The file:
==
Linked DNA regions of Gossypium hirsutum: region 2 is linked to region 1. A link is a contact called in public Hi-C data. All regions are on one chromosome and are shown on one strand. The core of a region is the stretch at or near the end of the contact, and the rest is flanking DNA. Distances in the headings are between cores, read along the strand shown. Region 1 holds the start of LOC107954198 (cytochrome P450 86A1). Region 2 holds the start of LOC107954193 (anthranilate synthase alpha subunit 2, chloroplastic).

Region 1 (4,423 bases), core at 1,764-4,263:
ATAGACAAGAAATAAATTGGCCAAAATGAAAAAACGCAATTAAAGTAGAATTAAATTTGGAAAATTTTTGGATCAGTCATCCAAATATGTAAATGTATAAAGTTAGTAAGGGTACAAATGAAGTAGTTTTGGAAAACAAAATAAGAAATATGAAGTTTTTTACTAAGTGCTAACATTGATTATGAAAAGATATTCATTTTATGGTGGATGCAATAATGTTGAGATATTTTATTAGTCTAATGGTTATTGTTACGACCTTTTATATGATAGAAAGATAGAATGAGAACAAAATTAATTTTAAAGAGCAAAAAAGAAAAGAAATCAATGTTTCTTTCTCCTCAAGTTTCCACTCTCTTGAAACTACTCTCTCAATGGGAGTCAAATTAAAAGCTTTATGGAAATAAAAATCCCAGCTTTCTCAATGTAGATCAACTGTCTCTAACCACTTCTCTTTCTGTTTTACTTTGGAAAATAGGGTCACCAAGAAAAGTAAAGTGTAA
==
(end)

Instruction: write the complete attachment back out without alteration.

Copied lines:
Linked DNA regions of Gossypium hirsutum: region 2 is linked to region 1. A link is a contact called in public Hi-C data. All regions are on one chromosome and are shown on one strand. The core of a region is the stretch at or near the end of the contact, and the rest is flanking DNA. Distances in the headings are between cores, read along the strand shown. Region 1 holds the start of LOC107954198 (cytochrome P450 86A1). Region 2 holds the start of LOC107954193 (anthranilate synthase alpha subunit 2, chloroplastic).

Region 1 (4,423 bases), core at 1,764-4,263:
ATAGACAAGAAATAAATTGGCCAAAATGAAAAAACGCAATTAAAGTAGAATTAAATTTGGAAAATTTTTGGATCAGTCATCCAAATATGTAAATGTATAAAGTTAGTAAGGGTACAAATGAAGTAGTTTTGGAAAACAAAATAAGAAATATGAAGTTTTTTACTAAGTGCTAACATTGATTATGAAAAGATATTCATTTTATGGTGGATGCAATAATGTTGAGATATTTTATTAGTCTAATGGTTATTGTTACGACCTTTTATATGATAGAAAGATAGAATGAGAACAAAATTAATTTTAAAGAGCAAAAAAGAAAAGAAATCAATGTTTCTTTCTCCTCAAGTTTCCACTCTCTTGAAACTACTCTCTCAATGGGAGTCAAATTAAAAGCTTTATGGAAATAAAAATCCCAGCTTTCTCAATGTAGATCAACTGTCTCTAACCACTTCTCTTTCTGTTTTACTTTGGAAAATAGGGTCACCAAGAAAAGTAAAGTGTAA